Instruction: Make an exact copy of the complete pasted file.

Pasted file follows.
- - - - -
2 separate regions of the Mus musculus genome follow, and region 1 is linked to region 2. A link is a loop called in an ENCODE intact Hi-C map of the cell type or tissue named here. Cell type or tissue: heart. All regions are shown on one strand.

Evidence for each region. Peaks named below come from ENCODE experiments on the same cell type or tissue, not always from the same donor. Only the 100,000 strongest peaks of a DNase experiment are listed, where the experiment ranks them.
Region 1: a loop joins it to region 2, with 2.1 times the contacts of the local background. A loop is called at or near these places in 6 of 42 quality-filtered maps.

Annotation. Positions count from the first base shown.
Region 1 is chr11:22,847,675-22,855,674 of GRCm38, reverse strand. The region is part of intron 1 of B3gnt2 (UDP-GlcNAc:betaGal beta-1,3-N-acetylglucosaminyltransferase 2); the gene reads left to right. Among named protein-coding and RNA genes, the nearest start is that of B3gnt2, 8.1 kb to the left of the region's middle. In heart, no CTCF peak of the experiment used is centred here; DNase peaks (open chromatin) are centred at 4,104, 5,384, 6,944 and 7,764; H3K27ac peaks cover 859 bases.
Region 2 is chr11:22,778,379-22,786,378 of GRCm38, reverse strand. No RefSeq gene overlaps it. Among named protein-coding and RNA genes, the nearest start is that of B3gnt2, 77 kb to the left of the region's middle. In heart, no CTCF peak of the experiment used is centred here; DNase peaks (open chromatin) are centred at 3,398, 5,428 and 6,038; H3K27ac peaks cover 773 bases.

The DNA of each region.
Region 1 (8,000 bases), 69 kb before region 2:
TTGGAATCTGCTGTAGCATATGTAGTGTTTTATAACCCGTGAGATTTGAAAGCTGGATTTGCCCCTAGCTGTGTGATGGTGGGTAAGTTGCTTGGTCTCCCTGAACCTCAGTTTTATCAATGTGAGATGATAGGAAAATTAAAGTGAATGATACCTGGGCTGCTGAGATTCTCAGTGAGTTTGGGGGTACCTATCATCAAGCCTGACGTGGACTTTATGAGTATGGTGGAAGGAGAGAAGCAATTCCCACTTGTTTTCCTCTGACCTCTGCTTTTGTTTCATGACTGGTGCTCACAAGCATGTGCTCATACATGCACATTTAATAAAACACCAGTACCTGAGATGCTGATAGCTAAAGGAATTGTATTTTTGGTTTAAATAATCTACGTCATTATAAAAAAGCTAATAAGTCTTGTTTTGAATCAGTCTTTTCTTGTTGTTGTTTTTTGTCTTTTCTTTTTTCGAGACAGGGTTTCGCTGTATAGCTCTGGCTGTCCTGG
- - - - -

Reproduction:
2 separate regions of the Mus musculus genome follow, and region 1 is linked to region 2. A link is a loop called in an ENCODE intact Hi-C map of the cell type or tissue named here. Cell type or tissue: heart. All regions are shown on one strand.

Evidence for each region. Peaks named below come from ENCODE experiments on the same cell type or tissue, not always from the same donor. Only the 100,000 strongest peaks of a DNase experiment are listed, where the experiment ranks them.
Region 1: a loop joins it to region 2, with 2.1 times the contacts of the local background. A loop is called at or near these places in 6 of 42 quality-filtered maps.

Annotation. Positions count from the first base shown.
Region 1 is chr11:22,847,675-22,855,674 of GRCm38, reverse strand. The region is part of intron 1 of B3gnt2 (UDP-GlcNAc:betaGal beta-1,3-N-acetylglucosaminyltransferase 2); the gene reads left to right. Among named protein-coding and RNA genes, the nearest start is that of B3gnt2, 8.1 kb to the left of the region's middle. In heart, no CTCF peak of the experiment used is centred here; DNase peaks (open chromatin) are centred at 4,104, 5,384, 6,944 and 7,764; H3K27ac peaks cover 859 bases.
Region 2 is chr11:22,778,379-22,786,378 of GRCm38, reverse strand. No RefSeq gene overlaps it. Among named protein-coding and RNA genes, the nearest start is that of B3gnt2, 77 kb to the left of the region's middle. In heart, no CTCF peak of the experiment used is centred here; DNase peaks (open chromatin) are centred at 3,398, 5,428 and 6,038; H3K27ac peaks cover 773 bases.

The DNA of each region.
Region 1 (8,000 bases), 69 kb before region 2:
TTGGAATCTGCTGTAGCATATGTAGTGTTTTATAACCCGTGAGATTTGAAAGCTGGATTTGCCCCTAGCTGTGTGATGGTGGGTAAGTTGCTTGGTCTCCCTGAACCTCAGTTTTATCAATGTGAGATGATAGGAAAATTAAAGTGAATGATACCTGGGCTGCTGAGATTCTCAGTGAGTTTGGGGGTACCTATCATCAAGCCTGACGTGGACTTTATGAGTATGGTGGAAGGAGAGAAGCAATTCCCACTTGTTTTCCTCTGACCTCTGCTTTTGTTTCATGACTGGTGCTCACAAGCATGTGCTCATACATGCACATTTAATAAAACACCAGTACCTGAGATGCTGATAGCTAAAGGAATTGTATTTTTGGTTTAAATAATCTACGTCATTATAAAAAAGCTAATAAGTCTTGTTTTGAATCAGTCTTTTCTTGTTGTTGTTTTTTGTCTTTTCTTTTTTCGAGACAGGGTTTCGCTGTATAGCTCTGGCTGTCCTGG